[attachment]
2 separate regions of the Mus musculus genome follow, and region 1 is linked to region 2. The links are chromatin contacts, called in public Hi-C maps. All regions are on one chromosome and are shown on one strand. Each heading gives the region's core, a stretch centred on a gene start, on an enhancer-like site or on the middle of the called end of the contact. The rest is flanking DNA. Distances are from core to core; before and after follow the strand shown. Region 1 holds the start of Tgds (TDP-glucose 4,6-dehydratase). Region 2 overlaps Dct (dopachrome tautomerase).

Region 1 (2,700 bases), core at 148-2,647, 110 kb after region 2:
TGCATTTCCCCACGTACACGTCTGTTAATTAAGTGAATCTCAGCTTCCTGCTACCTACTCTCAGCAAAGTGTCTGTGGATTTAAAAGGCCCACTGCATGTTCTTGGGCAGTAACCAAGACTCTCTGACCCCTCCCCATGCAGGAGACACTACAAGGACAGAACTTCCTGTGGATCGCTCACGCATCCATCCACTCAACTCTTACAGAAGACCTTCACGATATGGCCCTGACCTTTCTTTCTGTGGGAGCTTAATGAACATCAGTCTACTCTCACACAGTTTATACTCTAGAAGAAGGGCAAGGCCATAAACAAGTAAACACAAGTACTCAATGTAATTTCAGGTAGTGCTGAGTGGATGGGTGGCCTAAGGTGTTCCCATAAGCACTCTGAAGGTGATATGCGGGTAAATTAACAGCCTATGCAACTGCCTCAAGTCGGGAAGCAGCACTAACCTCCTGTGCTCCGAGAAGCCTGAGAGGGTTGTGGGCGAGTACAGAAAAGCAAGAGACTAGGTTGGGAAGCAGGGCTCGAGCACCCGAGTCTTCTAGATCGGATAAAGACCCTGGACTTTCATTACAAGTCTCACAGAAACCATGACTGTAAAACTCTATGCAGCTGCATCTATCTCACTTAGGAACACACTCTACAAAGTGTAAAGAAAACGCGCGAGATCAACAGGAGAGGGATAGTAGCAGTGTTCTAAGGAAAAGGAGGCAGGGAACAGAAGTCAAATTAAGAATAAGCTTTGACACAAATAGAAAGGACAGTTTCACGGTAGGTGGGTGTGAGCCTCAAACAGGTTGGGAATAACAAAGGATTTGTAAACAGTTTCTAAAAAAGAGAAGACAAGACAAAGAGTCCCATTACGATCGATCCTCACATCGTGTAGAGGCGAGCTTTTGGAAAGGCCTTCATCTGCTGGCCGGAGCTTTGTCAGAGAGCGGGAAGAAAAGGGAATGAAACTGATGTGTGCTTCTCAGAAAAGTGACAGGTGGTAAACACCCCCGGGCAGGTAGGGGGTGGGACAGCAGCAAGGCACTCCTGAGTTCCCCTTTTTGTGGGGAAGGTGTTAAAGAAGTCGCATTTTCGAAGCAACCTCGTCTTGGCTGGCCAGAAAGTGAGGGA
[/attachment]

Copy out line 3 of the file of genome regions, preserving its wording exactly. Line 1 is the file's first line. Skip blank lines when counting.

TGCATTTCCCCACGTACACGTCTGTTAATTAAGTGAATCTCAGCTTCCTGCTACCTACTCTCAGCAAAGTGTCTGTGGATTTAAAAGGCCCACTGCATGTTCTTGGGCAGTAACCAAGACTCTCTGACCCCTCCCCATGCAGGAGACACTACAAGGACAGAACTTCCTGTGGATCGCTCACGCATCCATCCACTCAACTCTTACAGAAGACCTTCACGATATGGCCCTGACCTTTCTTTCTGTGGGAGCTTAATGAACATCAGTCTACTCTCACACAGTTTATACTCTAGAAGAAGGGCAAGGCCATAAACAAGTAAACACAAGTACTCAATGTAATTTCAGGTAGTGCTGAGTGGATGGGTGGCCTAAGGTGTTCCCATAAGCACTCTGAAGGTGATATGCGGGTAAATTAACAGCCTATGCAACTGCCTCAAGTCGGGAAGCAGCACTAACCTCCTGTGCTCCGAGAAGCCTGAGAGGGTTGTGGGCGAGTACAGAAAAGCAAGAGACTAGGTTGGGAAGCAGGGCTCGAGCACCCGAGTCTTCTAGATCGGATAAAGACCCTGGACTTTCATTACAAGTCTCACAGAAACCATGACTGTAAAACTCTATGCAGCTGCATCTATCTCACTTAGGAACACACTCTACAAAGTGTAAAGAAAACGCGCGAGATCAACAGGAGAGGGATAGTAGCAGTGTTCTAAGGAAAAGGAGGCAGGGAACAGAAGTCAAATTAAGAATAAGCTTTGACACAAATAGAAAGGACAGTTTCACGGTAGGTGGGTGTGAGCCTCAAACAGGTTGGGAATAACAAAGGATTTGTAAACAGTTTCTAAAAAAGAGAAGACAAGACAAAGAGTCCCATTACGATCGATCCTCACATCGTGTAGAGGCGAGCTTTTGGAAAGGCCTTCATCTGCTGGCCGGAGCTTTGTCAGAGAGCGGGAAGAAAAGGGAATGAAACTGATGTGTGCTTCTCAGAAAAGTGACAGGTGGTAAACACCCCCGGGCAGGTAGGGGGTGGGACAGCAGCAAGGCACTCCTGAGTTCCCCTTTTTGTGGGGAAGGTGTTAAAGAAGTCGCATTTTCGAAGCAACCTCGTCTTGGCTGGCCAGAAAGTGAGGGA